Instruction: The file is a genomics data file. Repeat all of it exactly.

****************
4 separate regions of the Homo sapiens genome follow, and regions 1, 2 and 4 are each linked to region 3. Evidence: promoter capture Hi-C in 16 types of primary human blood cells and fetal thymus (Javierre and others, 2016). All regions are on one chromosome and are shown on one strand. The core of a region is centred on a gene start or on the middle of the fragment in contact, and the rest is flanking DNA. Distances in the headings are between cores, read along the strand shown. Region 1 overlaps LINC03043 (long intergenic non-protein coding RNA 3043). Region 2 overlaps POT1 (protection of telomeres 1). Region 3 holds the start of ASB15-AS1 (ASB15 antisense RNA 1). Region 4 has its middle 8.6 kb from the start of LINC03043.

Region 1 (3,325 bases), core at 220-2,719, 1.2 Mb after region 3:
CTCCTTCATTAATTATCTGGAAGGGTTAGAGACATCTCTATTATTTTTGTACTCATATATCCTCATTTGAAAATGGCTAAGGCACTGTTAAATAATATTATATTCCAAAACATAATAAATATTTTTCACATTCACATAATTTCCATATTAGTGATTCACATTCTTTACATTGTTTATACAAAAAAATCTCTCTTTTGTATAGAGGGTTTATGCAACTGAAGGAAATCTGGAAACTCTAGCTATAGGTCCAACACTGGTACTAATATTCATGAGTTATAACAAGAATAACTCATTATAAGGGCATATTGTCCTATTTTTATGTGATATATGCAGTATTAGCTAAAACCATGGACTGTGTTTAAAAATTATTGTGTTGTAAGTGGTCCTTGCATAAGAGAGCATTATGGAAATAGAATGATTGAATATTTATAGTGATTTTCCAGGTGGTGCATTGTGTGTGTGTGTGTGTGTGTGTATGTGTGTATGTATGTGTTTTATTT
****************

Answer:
4 separate regions of the Homo sapiens genome follow, and regions 1, 2 and 4 are each linked to region 3. Evidence: promoter capture Hi-C in 16 types of primary human blood cells and fetal thymus (Javierre and others, 2016). All regions are on one chromosome and are shown on one strand. The core of a region is centred on a gene start or on the middle of the fragment in contact, and the rest is flanking DNA. Distances in the headings are between cores, read along the strand shown. Region 1 overlaps LINC03043 (long intergenic non-protein coding RNA 3043). Region 2 overlaps POT1 (protection of telomeres 1). Region 3 holds the start of ASB15-AS1 (ASB15 antisense RNA 1). Region 4 has its middle 8.6 kb from the start of LINC03043.

Region 1 (3,325 bases), core at 220-2,719, 1.2 Mb after region 3:
CTCCTTCATTAATTATCTGGAAGGGTTAGAGACATCTCTATTATTTTTGTACTCATATATCCTCATTTGAAAATGGCTAAGGCACTGTTAAATAATATTATATTCCAAAACATAATAAATATTTTTCACATTCACATAATTTCCATATTAGTGATTCACATTCTTTACATTGTTTATACAAAAAAATCTCTCTTTTGTATAGAGGGTTTATGCAACTGAAGGAAATCTGGAAACTCTAGCTATAGGTCCAACACTGGTACTAATATTCATGAGTTATAACAAGAATAACTCATTATAAGGGCATATTGTCCTATTTTTATGTGATATATGCAGTATTAGCTAAAACCATGGACTGTGTTTAAAAATTATTGTGTTGTAAGTGGTCCTTGCATAAGAGAGCATTATGGAAATAGAATGATTGAATATTTATAGTGATTTTCCAGGTGGTGCATTGTGTGTGTGTGTGTGTGTGTGTATGTGTGTATGTATGTGTTTTATTT